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News > Support Us News > Princethorpe's Binns Organ Requires Restoration

Princethorpe's Binns Organ Requires Restoration

The renowned Princethorpe Binns Organ located in Our Lady of the Angels Chapel was purchased and installed in 1901. It was procured from and built by James J Binns, of the Bramley Organ Works, Leeds, and the original receipt shows it was purchased for £1,199-1s-3d.

In the Foundation's Archives we have a fascinating insight into its purchase from numerous letters that were written between Peter Paul Pugin and Sister Procurator of the Priory regarding the organ construction and the delay in placing the organ. An extract from one of the letters says:

30 March 1901

...."it is all nonsense Binns saying the organ would be finished long ago if he had had a design for case. I sent him the design for case with full working drawings which he never acknowledged. He could have worked on it at once. The console is quite a separate affair. When I see Binns I will give him a bit of my mind. I was not at all extravagant in the design for the case and a tracing of it is now enclosed which you will kindly return after M Prioress has seen it. I will send on details of console as soon as I can!"

When originally constructed the organ was powered by water. A large water tank was situated in a room in the Tower, and this provided hydraulic pressure (by gravity) to bellows which pumped the organ. The water settled in a tank under the engine house (now a garage) and was pumped up to the top of the tower by a Lister-Petter donkey engine which ran on petrol or paraffin. The hydraulically powered bellows and the colossal water pipes and valves are still in place.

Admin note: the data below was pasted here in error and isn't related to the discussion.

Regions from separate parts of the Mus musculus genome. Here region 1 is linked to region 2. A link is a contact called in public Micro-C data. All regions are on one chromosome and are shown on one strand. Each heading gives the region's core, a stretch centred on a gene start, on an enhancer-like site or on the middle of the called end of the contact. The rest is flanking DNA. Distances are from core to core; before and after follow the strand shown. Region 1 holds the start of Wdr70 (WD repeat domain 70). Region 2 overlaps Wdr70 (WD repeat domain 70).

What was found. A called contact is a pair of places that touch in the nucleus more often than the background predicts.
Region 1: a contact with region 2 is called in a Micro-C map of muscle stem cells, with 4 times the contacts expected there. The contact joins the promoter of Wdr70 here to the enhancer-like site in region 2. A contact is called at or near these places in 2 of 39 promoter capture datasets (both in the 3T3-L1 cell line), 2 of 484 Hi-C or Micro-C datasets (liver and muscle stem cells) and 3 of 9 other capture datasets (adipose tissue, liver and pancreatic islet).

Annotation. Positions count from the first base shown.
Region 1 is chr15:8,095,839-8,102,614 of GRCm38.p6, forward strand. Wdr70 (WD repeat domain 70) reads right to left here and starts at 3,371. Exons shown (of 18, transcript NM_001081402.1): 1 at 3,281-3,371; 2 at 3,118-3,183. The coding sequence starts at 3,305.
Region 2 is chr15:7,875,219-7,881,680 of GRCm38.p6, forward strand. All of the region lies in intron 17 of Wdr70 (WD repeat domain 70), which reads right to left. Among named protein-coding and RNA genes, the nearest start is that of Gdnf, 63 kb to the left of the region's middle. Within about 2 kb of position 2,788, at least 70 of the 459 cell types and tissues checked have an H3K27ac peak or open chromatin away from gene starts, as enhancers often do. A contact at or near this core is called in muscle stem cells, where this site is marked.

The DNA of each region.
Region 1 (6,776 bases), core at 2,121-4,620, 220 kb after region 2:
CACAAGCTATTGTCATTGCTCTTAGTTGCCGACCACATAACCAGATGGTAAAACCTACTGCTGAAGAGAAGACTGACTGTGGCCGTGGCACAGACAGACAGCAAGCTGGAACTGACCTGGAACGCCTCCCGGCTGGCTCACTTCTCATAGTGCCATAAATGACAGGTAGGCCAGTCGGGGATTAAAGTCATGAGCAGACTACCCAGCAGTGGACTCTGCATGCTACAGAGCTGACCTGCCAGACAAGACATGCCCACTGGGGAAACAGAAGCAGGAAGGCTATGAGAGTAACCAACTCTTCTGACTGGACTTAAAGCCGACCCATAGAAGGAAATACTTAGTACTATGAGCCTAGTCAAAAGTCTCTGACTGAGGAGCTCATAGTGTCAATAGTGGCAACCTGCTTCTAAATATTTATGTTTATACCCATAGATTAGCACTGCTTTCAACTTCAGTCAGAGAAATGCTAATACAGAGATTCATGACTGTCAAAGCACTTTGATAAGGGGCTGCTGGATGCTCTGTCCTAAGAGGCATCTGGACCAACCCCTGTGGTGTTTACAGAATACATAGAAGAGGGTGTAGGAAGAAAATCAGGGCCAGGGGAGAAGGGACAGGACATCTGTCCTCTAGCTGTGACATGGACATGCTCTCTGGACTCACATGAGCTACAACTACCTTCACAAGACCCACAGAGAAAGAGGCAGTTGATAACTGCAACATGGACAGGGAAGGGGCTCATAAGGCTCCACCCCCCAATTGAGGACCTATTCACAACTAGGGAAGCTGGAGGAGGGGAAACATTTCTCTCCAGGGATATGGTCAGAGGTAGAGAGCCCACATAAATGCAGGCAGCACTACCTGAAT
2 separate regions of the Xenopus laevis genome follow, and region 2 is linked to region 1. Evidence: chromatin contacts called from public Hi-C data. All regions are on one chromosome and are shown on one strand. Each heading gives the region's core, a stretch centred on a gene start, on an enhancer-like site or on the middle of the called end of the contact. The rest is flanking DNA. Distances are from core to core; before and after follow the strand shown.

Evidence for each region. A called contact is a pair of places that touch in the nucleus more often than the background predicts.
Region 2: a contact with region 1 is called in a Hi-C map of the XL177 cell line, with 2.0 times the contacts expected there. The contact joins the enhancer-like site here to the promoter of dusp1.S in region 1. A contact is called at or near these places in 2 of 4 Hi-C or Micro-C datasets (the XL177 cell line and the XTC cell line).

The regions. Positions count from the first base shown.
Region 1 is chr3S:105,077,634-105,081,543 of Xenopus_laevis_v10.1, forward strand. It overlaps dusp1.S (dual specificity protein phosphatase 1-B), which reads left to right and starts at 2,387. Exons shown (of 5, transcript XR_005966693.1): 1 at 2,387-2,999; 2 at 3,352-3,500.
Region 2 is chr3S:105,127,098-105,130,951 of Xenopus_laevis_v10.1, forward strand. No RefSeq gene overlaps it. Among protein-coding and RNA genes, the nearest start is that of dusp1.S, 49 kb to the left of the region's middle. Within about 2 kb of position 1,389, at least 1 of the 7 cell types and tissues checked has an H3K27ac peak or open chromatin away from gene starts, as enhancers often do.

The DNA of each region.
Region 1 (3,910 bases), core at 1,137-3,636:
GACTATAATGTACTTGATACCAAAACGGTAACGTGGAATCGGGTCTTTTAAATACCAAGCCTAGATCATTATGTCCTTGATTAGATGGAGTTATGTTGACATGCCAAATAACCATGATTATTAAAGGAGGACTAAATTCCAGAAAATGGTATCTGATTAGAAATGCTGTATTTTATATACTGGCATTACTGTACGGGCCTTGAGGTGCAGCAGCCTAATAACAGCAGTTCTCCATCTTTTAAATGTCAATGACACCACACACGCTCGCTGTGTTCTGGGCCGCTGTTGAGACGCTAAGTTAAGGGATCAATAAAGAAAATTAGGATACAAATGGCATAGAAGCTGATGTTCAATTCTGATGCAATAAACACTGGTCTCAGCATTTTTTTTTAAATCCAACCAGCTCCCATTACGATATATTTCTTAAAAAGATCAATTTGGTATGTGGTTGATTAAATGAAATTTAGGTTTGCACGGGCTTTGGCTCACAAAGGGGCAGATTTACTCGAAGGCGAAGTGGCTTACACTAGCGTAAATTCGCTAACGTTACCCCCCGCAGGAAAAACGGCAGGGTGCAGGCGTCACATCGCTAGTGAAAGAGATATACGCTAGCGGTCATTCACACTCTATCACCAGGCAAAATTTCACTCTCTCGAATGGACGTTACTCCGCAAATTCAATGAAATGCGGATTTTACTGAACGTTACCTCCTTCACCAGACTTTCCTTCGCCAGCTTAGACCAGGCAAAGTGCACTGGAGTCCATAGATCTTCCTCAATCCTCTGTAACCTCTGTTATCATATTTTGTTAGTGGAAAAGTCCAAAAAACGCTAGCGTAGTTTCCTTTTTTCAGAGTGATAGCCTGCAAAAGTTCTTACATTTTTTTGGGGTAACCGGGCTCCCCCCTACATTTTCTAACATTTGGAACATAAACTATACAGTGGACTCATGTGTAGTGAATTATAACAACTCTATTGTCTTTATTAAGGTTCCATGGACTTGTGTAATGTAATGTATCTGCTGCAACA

The console was moved from adjacent to the south transept to the gallery around 1908 to make way for a statue of St Peter which was gifted that year.  This statue was subsequently taken by the nuns to Fernham when they left St Mary's Priory in 1965.

A 3-phase electric blower was fitted by the British Organ Blowing Company from Derby in 1953, shortly after electricity was installed at the Priory by Lee-Beesley of Coventry. Prior to this, the Chapel and school building had been lit by acetylene gas which was made on site.

In a letter to the College dated 1975 from a partner at an organ builder who had been in to survey the organ, it was described as “A very fine example of its type. It is well voiced, generously planned and of excellent workmanship throughout.”

By 1983, when Hugh Page first encountered it, the organ was virtually unplayable as much of the action and leatherwork had perished and six stop slides were completely jammed. Between January and June 1984 Hugh re-leathered some five hundred pneumatic motors and re-set the jammed slides, necessitating the removal of some four hundred pipes. He cleaned all of the pipes and carried out considerable work to reduce wind leaks. Hugh always loved coming to Princethorpe and the organ truly became his pride and joy. For the remainder of his life, he visited at least once a week to keep it all in working order.

His dedication to Princethorpe’s Organ is recognised in the College’s annual Hugh Page Memorial Organ Recital which takes place each year in June.

The rank of tuba pipes added to the choir organ, with electric action, were installed in August 2017 by Peter Spencer, as part of the Golden Jubilee celebrations.

The College repaired the Driving Motor and Fan Bearings at the cost of £3,200 in August 2023. This work was completed by Organ Blower and Humidifier Engineer, Stephen Lemmings of Derby.

The organ is registered on the National Pipe Organ Register here and the listing contains full details of the organ. For the last twelve years the organ has been maintained by Bubbenhall organ builder Peter D Spencer.

Sadly, the organ bellows now need removing and releathering, having already been patched 20 years ago when wear and tear was evident through splits and leaks, and this will be a costly exercise.

Princethorpe’s historic organ constitutes an irreplaceable part of the College’s and the country’s national heritage, and we are keen for it to be preserved and restored. It has played its part in many services held in the Chapel and its sound will be immediately familiar to all Old Princethorpians.

We would be grateful for the support of our community with this important restoration project. If you would like to donate please visit here.

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